Setting up a business can be a time-consuming and costly process. The financial aspects of starting a business venture can often be the most stress-inducing and difficult part.
Many potential business owners put off starting their business because of a multitude of reasons related to finance.
While a business line of credit can really help to get a business off the ground, business owners often aren’t sure how to go about securing a business line of credit or whether they even should.
Furthermore, the difference between a business line of credit and a personal line of credit can sometimes be confusing, especially since one is liable to impact the other during the process of credit inquiries.
With that being said, there are steps that you can take to separate your personal line of credit from your business line of credit.
This will help to prevent your business line of credit from impacting your personal credit score during checks and inquiries.
Read on to find out what the difference is between personal and business lines of credit, as well as how the two lines of credit interact with one another.
What is the Difference Between a Business and Personal Line of Credit?
First and foremost, before you set up a line of credit for your business, you will need to understand how your business line of credit will differ from your personal credit line.
Although they work in the same way, they have different applications and are set up for different purposes.
A personal line of credit is something that you can set up to cover your personal expenses. Your line of credit consists of a limited sum of money that you can take out over a set period of time.
If you don’t use all of the available sum, you don’t have to pay it all back, and you don’t have to pay interest on the entire sum.
In essence, a personal line of credit provides you with a safety net that you can dip into as required to cover expenses as they arise.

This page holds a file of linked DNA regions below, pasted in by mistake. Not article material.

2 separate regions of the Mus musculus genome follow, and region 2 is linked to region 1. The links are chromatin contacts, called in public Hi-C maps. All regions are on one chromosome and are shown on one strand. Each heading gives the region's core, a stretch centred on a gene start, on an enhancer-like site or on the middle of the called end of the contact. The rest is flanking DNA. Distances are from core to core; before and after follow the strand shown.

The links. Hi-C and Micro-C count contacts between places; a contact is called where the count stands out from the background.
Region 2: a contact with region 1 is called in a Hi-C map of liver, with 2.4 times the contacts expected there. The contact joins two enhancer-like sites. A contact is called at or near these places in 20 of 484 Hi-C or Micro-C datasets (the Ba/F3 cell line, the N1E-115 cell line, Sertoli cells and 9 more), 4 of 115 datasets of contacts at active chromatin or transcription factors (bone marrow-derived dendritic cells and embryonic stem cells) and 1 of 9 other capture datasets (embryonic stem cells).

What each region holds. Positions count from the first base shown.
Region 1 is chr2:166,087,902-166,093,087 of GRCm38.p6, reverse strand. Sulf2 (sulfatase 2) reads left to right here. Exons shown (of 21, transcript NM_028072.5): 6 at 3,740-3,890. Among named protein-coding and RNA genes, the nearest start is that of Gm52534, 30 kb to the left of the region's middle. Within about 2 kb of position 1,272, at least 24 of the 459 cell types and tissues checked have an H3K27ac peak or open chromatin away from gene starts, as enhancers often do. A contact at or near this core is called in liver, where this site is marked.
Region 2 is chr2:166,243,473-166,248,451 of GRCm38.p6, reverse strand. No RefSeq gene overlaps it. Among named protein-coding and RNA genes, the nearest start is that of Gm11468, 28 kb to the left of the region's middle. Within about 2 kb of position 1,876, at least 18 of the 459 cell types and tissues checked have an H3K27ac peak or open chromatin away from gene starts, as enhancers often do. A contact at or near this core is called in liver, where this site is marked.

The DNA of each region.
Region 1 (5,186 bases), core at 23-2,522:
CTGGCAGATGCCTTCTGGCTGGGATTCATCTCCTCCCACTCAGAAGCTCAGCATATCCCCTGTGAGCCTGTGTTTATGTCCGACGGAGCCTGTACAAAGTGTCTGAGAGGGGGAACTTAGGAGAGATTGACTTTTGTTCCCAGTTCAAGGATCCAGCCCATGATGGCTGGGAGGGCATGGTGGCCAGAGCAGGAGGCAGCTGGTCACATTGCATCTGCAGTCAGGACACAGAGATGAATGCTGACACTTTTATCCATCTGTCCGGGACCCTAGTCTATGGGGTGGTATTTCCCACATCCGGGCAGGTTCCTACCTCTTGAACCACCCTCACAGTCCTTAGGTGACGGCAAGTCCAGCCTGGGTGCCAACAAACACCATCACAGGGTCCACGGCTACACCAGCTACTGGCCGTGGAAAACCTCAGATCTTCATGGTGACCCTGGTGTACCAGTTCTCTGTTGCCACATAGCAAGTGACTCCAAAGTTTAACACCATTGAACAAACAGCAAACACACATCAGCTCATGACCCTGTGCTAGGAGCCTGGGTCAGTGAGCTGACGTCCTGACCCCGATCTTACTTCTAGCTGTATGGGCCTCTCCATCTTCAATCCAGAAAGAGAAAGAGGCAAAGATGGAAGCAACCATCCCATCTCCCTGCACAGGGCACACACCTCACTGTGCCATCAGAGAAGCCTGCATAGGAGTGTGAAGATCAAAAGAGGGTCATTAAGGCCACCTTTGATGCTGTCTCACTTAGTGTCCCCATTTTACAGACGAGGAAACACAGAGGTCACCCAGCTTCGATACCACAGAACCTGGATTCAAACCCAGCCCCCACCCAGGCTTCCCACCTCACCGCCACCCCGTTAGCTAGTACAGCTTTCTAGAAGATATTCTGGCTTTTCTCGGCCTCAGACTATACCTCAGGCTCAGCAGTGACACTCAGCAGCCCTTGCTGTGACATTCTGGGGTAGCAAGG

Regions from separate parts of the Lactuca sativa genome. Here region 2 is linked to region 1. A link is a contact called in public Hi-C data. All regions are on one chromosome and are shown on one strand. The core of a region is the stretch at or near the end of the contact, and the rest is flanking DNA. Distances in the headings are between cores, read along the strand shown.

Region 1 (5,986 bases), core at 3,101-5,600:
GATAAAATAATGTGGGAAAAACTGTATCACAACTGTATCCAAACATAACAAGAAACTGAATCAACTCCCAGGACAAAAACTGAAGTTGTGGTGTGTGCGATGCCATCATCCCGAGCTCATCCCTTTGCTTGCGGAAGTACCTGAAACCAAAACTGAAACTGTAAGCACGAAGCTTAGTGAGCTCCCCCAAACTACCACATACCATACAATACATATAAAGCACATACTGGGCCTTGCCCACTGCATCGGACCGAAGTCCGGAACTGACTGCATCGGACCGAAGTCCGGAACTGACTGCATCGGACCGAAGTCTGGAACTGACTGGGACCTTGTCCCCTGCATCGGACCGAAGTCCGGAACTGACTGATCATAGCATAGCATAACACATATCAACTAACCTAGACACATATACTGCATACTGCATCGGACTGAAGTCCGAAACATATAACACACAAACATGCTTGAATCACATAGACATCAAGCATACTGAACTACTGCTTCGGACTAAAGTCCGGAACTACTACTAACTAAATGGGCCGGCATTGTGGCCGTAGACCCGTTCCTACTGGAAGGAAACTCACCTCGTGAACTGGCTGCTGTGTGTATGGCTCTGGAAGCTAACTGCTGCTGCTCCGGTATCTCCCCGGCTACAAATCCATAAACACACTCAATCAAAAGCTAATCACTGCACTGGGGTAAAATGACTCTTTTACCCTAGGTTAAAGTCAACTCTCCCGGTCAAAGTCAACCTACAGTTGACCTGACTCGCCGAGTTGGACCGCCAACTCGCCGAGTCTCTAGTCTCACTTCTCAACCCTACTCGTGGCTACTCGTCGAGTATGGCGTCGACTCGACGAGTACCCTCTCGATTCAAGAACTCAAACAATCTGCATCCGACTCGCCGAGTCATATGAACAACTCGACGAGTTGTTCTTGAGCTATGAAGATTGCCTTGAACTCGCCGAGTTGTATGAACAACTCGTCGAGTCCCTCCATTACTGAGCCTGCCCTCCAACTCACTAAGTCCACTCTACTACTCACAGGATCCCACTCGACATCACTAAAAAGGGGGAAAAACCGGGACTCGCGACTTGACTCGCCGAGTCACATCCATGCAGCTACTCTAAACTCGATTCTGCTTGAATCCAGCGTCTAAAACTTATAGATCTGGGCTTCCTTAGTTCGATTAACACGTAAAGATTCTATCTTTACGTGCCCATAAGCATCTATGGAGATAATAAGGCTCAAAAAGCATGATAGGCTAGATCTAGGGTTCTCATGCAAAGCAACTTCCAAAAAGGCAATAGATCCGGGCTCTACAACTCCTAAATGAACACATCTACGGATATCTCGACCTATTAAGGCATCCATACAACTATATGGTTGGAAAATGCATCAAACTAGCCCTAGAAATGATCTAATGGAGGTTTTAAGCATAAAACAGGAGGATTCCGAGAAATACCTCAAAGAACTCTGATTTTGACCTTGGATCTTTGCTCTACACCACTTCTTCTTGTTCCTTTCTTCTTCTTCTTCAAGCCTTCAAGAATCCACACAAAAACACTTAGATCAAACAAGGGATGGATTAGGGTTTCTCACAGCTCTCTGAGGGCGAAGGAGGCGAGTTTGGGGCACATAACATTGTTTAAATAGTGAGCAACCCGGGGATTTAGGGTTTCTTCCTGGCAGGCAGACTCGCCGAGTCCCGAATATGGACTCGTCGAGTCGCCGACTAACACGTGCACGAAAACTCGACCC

You can use your personal line of credit for a multitude of different payments, from repaying your student loans to home improvement projects.
Basically, anything that comes under the subheading of personal expenses, you can use your personal line of credit for.
We should note at this point that you can also use your personal line of credit to cover business expenses.
However, we wouldn’t recommend this because it entails mixing your personal and business assets. For reasons that we’ll get into shortly, this is rarely a good idea.
With a business line of credit, the premise is much the same. You receive access to a sum of money, as determined between yourself and your lender, which you can use over the agreed period of time as needed.
You are only required to pay interest on the amount of the sum that you put towards the business expenses.
Ultimately, the only real difference between a personal and business line of credit is how you are permitted to use it.
Although you could, in theory, use your personal line of credit to cover your business expenses, you cannot use your business line of credit to fund personal expenses.
A business line of credit can be used to cover expenses related to your business venture. For example, you could use your business line of credit to pay employees, purchase supplies, or extend your inventory.
However, a business line of credit cannot be used to fund personal expenses.
So, for example, while you could use your personal credit to pay your business employees (again, we don’t recommend doing this), you would not be able to use your business line of credit to repaint your conservatory.
If your lender is made aware that you have used your business line of credit to cover personal expenses, your account could potentially be closed or reclassified as a personal line of credit.
Is a Business Line of Credit the Same as a Business Loan?
Business loans and business lines of credit are similar in the sense that they are both designed to cover the financial needs of businesses.